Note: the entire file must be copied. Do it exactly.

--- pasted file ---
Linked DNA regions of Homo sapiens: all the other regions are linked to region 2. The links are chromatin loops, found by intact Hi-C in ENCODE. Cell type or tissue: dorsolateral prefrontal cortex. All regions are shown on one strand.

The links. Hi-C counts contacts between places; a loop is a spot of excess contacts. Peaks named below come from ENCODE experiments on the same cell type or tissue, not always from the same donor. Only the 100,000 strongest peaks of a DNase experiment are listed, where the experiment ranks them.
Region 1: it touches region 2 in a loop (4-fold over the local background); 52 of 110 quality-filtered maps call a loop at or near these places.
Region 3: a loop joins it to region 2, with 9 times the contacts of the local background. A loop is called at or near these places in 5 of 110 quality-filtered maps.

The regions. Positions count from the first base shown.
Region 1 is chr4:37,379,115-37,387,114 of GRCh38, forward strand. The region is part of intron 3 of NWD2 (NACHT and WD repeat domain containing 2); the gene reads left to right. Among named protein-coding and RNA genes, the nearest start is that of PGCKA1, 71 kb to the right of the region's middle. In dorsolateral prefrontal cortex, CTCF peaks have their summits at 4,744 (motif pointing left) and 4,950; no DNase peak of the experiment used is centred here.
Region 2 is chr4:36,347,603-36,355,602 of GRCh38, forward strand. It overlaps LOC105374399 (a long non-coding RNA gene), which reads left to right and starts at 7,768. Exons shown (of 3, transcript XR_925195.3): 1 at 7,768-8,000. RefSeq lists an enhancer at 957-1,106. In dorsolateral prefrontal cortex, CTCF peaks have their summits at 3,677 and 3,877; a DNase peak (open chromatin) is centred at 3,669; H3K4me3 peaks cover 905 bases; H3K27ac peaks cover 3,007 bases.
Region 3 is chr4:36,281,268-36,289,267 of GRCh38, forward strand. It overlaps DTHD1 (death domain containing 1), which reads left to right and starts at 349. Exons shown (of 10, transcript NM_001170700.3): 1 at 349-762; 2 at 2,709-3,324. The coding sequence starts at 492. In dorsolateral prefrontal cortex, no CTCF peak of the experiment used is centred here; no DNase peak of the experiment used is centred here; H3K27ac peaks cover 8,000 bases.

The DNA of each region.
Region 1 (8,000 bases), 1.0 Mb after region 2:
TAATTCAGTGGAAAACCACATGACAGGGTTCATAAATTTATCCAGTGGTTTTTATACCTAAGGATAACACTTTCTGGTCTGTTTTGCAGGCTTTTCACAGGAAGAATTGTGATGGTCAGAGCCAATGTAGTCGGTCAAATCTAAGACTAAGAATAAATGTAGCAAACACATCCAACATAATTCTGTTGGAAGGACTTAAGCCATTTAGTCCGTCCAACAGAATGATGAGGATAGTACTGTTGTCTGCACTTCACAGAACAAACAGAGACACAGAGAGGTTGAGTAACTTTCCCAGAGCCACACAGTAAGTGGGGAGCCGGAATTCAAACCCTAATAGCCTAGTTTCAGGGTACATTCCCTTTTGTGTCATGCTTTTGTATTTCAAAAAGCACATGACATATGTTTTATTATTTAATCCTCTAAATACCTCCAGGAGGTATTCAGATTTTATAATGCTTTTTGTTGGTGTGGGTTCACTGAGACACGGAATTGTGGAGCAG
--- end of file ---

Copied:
Linked DNA regions of Homo sapiens: all the other regions are linked to region 2. The links are chromatin loops, found by intact Hi-C in ENCODE. Cell type or tissue: dorsolateral prefrontal cortex. All regions are shown on one strand.

The links. Hi-C counts contacts between places; a loop is a spot of excess contacts. Peaks named below come from ENCODE experiments on the same cell type or tissue, not always from the same donor. Only the 100,000 strongest peaks of a DNase experiment are listed, where the experiment ranks them.
Region 1: it touches region 2 in a loop (4-fold over the local background); 52 of 110 quality-filtered maps call a loop at or near these places.
Region 3: a loop joins it to region 2, with 9 times the contacts of the local background. A loop is called at or near these places in 5 of 110 quality-filtered maps.

The regions. Positions count from the first base shown.
Region 1 is chr4:37,379,115-37,387,114 of GRCh38, forward strand. The region is part of intron 3 of NWD2 (NACHT and WD repeat domain containing 2); the gene reads left to right. Among named protein-coding and RNA genes, the nearest start is that of PGCKA1, 71 kb to the right of the region's middle. In dorsolateral prefrontal cortex, CTCF peaks have their summits at 4,744 (motif pointing left) and 4,950; no DNase peak of the experiment used is centred here.
Region 2 is chr4:36,347,603-36,355,602 of GRCh38, forward strand. It overlaps LOC105374399 (a long non-coding RNA gene), which reads left to right and starts at 7,768. Exons shown (of 3, transcript XR_925195.3): 1 at 7,768-8,000. RefSeq lists an enhancer at 957-1,106. In dorsolateral prefrontal cortex, CTCF peaks have their summits at 3,677 and 3,877; a DNase peak (open chromatin) is centred at 3,669; H3K4me3 peaks cover 905 bases; H3K27ac peaks cover 3,007 bases.
Region 3 is chr4:36,281,268-36,289,267 of GRCh38, forward strand. It overlaps DTHD1 (death domain containing 1), which reads left to right and starts at 349. Exons shown (of 10, transcript NM_001170700.3): 1 at 349-762; 2 at 2,709-3,324. The coding sequence starts at 492. In dorsolateral prefrontal cortex, no CTCF peak of the experiment used is centred here; no DNase peak of the experiment used is centred here; H3K27ac peaks cover 8,000 bases.

The DNA of each region.
Region 1 (8,000 bases), 1.0 Mb after region 2:
TAATTCAGTGGAAAACCACATGACAGGGTTCATAAATTTATCCAGTGGTTTTTATACCTAAGGATAACACTTTCTGGTCTGTTTTGCAGGCTTTTCACAGGAAGAATTGTGATGGTCAGAGCCAATGTAGTCGGTCAAATCTAAGACTAAGAATAAATGTAGCAAACACATCCAACATAATTCTGTTGGAAGGACTTAAGCCATTTAGTCCGTCCAACAGAATGATGAGGATAGTACTGTTGTCTGCACTTCACAGAACAAACAGAGACACAGAGAGGTTGAGTAACTTTCCCAGAGCCACACAGTAAGTGGGGAGCCGGAATTCAAACCCTAATAGCCTAGTTTCAGGGTACATTCCCTTTTGTGTCATGCTTTTGTATTTCAAAAAGCACATGACATATGTTTTATTATTTAATCCTCTAAATACCTCCAGGAGGTATTCAGATTTTATAATGCTTTTTGTTGGTGTGGGTTCACTGAGACACGGAATTGTGGAGCAG